Greg Reibman, GateHouse Media New England vice president and Cambridge Chronicle publisher, said that while the Chronicle maintains a print presence, the paper operates as a “week in review” supplement to the daily updates provided online.
Despite this increasing reliance on the Web, Reibman said the presence of independent news bloggers is not a detriment to online circulation, but rather evidence that the paper covers a community willing to take part in an ongoing conversation about current events.
“I don’t think [blog coverage] is a threat,” Reibman said. “All ships rise with the tide and if you are a talented blogger or Twitter person, we want you to join that conversation.”
For Levy, maintaining that conversation is one of the driving forces behind continuing his work at the Day. When asked what communities lost when local papers were forced to make cuts, Levy was quick to point to the arts and events sections that have fallen by the wayside, and sees the Day as an important way to ensure residents don’t find themselves bowling alone.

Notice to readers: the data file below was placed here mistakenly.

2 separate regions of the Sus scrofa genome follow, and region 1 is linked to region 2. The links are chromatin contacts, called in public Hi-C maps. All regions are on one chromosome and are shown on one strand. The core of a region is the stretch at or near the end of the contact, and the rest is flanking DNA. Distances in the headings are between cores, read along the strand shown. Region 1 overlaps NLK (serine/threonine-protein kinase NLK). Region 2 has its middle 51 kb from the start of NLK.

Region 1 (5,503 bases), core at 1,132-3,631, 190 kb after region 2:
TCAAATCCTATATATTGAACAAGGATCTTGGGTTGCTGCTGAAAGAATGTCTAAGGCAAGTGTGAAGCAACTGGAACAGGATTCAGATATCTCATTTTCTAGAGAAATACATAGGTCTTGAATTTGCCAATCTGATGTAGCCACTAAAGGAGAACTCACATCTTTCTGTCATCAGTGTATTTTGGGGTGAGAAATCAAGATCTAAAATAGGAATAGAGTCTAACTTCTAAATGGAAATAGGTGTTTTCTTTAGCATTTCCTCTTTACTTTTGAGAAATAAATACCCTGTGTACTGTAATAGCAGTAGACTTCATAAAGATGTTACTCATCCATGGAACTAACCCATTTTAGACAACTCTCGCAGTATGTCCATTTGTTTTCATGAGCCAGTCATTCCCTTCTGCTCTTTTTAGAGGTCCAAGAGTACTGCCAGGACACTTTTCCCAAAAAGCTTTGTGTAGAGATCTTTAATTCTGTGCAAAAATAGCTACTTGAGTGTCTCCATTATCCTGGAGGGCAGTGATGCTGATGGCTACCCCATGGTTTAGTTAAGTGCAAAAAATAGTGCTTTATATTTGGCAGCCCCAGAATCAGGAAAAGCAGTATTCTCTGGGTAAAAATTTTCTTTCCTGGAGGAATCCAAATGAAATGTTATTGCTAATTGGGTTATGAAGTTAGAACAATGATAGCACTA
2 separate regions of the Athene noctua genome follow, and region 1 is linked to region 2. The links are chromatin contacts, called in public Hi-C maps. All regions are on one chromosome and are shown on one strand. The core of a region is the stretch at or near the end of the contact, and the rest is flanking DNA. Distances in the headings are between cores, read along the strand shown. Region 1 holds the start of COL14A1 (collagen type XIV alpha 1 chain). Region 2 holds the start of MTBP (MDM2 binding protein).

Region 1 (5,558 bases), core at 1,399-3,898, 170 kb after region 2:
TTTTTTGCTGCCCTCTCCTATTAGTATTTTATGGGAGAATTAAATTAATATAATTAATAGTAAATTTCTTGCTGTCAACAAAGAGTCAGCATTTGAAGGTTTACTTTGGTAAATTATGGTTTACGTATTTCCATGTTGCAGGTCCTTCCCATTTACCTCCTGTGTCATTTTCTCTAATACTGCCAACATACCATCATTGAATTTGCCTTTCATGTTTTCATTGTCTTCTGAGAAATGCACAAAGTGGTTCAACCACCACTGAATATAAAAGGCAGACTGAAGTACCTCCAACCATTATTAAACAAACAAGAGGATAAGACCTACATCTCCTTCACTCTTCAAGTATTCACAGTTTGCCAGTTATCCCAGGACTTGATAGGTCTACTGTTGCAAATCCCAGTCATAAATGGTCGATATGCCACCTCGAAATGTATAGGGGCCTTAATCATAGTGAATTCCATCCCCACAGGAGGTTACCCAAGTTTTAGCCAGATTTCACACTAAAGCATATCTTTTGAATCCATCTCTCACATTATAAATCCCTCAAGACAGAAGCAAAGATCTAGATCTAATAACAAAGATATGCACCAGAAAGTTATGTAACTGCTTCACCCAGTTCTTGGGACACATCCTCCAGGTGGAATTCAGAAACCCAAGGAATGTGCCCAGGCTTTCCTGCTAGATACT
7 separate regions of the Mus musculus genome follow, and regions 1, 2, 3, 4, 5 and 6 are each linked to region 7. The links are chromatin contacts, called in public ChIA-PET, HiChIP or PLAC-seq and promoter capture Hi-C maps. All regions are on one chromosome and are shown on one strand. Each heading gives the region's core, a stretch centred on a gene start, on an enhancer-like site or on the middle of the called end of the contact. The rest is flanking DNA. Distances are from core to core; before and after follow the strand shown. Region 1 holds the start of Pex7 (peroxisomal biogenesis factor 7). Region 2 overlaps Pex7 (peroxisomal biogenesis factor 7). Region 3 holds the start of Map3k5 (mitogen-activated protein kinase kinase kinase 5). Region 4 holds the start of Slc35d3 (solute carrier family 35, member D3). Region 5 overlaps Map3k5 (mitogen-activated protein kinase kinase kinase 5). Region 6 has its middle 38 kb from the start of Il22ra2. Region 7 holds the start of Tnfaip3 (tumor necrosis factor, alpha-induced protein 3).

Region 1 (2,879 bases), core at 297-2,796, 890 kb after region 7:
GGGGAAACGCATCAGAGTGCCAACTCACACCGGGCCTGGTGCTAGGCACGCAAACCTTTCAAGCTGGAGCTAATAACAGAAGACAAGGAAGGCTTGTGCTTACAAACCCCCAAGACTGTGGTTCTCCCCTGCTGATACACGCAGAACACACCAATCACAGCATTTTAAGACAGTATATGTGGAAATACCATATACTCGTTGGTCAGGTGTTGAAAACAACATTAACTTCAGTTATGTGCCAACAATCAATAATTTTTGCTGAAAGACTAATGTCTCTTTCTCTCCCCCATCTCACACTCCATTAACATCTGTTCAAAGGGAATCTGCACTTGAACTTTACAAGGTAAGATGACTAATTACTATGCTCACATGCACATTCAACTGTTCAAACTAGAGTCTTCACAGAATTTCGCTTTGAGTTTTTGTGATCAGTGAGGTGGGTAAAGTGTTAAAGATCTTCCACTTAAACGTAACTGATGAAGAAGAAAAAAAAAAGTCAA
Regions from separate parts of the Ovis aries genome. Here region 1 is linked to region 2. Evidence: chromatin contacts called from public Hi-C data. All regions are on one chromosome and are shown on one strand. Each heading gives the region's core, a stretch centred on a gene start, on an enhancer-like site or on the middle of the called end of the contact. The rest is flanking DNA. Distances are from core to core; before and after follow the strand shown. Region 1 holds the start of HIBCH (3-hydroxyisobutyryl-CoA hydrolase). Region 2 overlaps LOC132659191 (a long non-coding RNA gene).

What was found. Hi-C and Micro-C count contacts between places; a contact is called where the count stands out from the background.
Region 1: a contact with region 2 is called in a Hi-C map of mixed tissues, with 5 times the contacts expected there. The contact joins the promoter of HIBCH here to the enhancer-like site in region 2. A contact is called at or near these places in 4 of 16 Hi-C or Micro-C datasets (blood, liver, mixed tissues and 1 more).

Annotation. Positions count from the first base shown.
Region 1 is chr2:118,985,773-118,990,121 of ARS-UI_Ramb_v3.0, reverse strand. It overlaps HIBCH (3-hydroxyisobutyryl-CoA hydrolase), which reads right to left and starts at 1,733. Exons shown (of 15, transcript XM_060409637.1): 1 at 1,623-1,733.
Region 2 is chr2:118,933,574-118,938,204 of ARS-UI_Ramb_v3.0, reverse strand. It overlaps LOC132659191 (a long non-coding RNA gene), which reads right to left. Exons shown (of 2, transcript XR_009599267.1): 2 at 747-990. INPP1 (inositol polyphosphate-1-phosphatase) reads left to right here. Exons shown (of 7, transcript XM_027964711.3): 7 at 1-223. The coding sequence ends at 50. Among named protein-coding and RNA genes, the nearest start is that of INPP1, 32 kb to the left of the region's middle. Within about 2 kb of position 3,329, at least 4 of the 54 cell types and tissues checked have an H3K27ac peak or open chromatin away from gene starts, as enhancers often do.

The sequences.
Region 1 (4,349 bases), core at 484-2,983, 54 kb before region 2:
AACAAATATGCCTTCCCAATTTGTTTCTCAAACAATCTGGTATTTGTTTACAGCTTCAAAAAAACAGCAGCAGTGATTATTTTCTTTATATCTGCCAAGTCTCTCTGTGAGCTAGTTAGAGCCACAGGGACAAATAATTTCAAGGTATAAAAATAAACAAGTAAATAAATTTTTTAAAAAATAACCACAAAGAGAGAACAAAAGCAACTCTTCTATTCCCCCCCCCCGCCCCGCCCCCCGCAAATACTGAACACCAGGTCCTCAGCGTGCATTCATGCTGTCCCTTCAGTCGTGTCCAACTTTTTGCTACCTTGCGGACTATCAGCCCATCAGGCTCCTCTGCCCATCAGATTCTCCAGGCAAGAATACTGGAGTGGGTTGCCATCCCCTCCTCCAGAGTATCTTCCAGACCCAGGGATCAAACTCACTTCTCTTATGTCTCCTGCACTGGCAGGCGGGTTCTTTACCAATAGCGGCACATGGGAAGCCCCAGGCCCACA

“It used to be you wanted to know what was going on in your town, you would turn to the day’s paper,” Levy said. “We need to be online telling people what is happening in their neighborhoods, get them out and involved in their communities again.”
The name says it all. In physics-based iPhone platformer One Single Life you have one life to make increasingly difficult jumps from building to building. Screw up and the app sits locked on your phone (until you delete and re-download the free game.)